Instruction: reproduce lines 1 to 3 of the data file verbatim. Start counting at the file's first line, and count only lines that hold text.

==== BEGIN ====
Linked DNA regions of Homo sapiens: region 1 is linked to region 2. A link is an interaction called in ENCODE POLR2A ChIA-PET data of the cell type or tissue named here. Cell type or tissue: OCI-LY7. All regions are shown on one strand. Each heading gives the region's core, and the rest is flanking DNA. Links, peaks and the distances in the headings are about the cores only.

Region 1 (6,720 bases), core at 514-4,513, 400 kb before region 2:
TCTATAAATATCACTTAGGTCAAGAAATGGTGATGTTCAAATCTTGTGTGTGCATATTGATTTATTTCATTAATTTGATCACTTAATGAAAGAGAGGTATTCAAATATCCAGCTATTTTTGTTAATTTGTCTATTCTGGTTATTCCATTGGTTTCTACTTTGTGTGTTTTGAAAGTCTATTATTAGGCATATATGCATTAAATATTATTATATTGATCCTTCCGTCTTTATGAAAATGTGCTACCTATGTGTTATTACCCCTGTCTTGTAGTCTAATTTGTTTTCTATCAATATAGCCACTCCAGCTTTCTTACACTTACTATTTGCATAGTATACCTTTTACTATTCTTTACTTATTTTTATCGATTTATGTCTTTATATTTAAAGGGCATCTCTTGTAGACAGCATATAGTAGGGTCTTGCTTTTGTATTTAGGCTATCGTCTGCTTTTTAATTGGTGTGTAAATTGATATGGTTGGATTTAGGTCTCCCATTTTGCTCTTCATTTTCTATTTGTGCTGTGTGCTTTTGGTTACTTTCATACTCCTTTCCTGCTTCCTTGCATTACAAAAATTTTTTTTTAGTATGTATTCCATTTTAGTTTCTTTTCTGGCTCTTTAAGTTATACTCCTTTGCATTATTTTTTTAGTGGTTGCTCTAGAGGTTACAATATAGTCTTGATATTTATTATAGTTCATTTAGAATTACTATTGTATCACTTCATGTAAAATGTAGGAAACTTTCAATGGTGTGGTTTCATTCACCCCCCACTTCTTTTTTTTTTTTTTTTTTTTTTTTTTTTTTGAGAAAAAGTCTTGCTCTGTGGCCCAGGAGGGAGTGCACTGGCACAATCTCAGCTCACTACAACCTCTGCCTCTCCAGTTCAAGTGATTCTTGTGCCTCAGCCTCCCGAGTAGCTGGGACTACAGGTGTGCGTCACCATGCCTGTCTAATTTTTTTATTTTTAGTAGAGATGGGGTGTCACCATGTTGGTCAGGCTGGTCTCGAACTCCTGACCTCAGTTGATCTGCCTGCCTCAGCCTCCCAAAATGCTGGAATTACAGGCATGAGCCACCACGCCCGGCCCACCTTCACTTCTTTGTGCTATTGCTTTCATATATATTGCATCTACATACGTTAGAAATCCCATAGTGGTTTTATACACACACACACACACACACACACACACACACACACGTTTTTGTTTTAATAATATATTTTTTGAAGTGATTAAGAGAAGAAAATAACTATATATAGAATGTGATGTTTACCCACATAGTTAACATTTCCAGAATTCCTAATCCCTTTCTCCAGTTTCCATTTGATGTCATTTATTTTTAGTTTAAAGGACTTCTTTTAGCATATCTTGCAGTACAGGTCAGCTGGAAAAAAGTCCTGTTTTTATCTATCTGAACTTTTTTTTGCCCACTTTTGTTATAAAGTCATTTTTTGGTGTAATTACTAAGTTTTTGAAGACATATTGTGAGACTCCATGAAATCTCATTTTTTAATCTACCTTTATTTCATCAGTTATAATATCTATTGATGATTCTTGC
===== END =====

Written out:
Linked DNA regions of Homo sapiens: region 1 is linked to region 2. A link is an interaction called in ENCODE POLR2A ChIA-PET data of the cell type or tissue named here. Cell type or tissue: OCI-LY7. All regions are shown on one strand. Each heading gives the region's core, and the rest is flanking DNA. Links, peaks and the distances in the headings are about the cores only.

Region 1 (6,720 bases), core at 514-4,513, 400 kb before region 2:
TCTATAAATATCACTTAGGTCAAGAAATGGTGATGTTCAAATCTTGTGTGTGCATATTGATTTATTTCATTAATTTGATCACTTAATGAAAGAGAGGTATTCAAATATCCAGCTATTTTTGTTAATTTGTCTATTCTGGTTATTCCATTGGTTTCTACTTTGTGTGTTTTGAAAGTCTATTATTAGGCATATATGCATTAAATATTATTATATTGATCCTTCCGTCTTTATGAAAATGTGCTACCTATGTGTTATTACCCCTGTCTTGTAGTCTAATTTGTTTTCTATCAATATAGCCACTCCAGCTTTCTTACACTTACTATTTGCATAGTATACCTTTTACTATTCTTTACTTATTTTTATCGATTTATGTCTTTATATTTAAAGGGCATCTCTTGTAGACAGCATATAGTAGGGTCTTGCTTTTGTATTTAGGCTATCGTCTGCTTTTTAATTGGTGTGTAAATTGATATGGTTGGATTTAGGTCTCCCATTTTGCTCTTCATTTTCTATTTGTGCTGTGTGCTTTTGGTTACTTTCATACTCCTTTCCTGCTTCCTTGCATTACAAAAATTTTTTTTTAGTATGTATTCCATTTTAGTTTCTTTTCTGGCTCTTTAAGTTATACTCCTTTGCATTATTTTTTTAGTGGTTGCTCTAGAGGTTACAATATAGTCTTGATATTTATTATAGTTCATTTAGAATTACTATTGTATCACTTCATGTAAAATGTAGGAAACTTTCAATGGTGTGGTTTCATTCACCCCCCACTTCTTTTTTTTTTTTTTTTTTTTTTTTTTTTTTGAGAAAAAGTCTTGCTCTGTGGCCCAGGAGGGAGTGCACTGGCACAATCTCAGCTCACTACAACCTCTGCCTCTCCAGTTCAAGTGATTCTTGTGCCTCAGCCTCCCGAGTAGCTGGGACTACAGGTGTGCGTCACCATGCCTGTCTAATTTTTTTATTTTTAGTAGAGATGGGGTGTCACCATGTTGGTCAGGCTGGTCTCGAACTCCTGACCTCAGTTGATCTGCCTGCCTCAGCCTCCCAAAATGCTGGAATTACAGGCATGAGCCACCACGCCCGGCCCACCTTCACTTCTTTGTGCTATTGCTTTCATATATATTGCATCTACATACGTTAGAAATCCCATAGTGGTTTTATACACACACACACACACACACACACACACACACACACGTTTTTGTTTTAATAATATATTTTTTGAAGTGATTAAGAGAAGAAAATAACTATATATAGAATGTGATGTTTACCCACATAGTTAACATTTCCAGAATTCCTAATCCCTTTCTCCAGTTTCCATTTGATGTCATTTATTTTTAGTTTAAAGGACTTCTTTTAGCATATCTTGCAGTACAGGTCAGCTGGAAAAAAGTCCTGTTTTTATCTATCTGAACTTTTTTTTGCCCACTTTTGTTATAAAGTCATTTTTTGGTGTAATTACTAAGTTTTTGAAGACATATTGTGAGACTCCATGAAATCTCATTTTTTAATCTACCTTTATTTCATCAGTTATAATATCTATTGATGATTCTTGC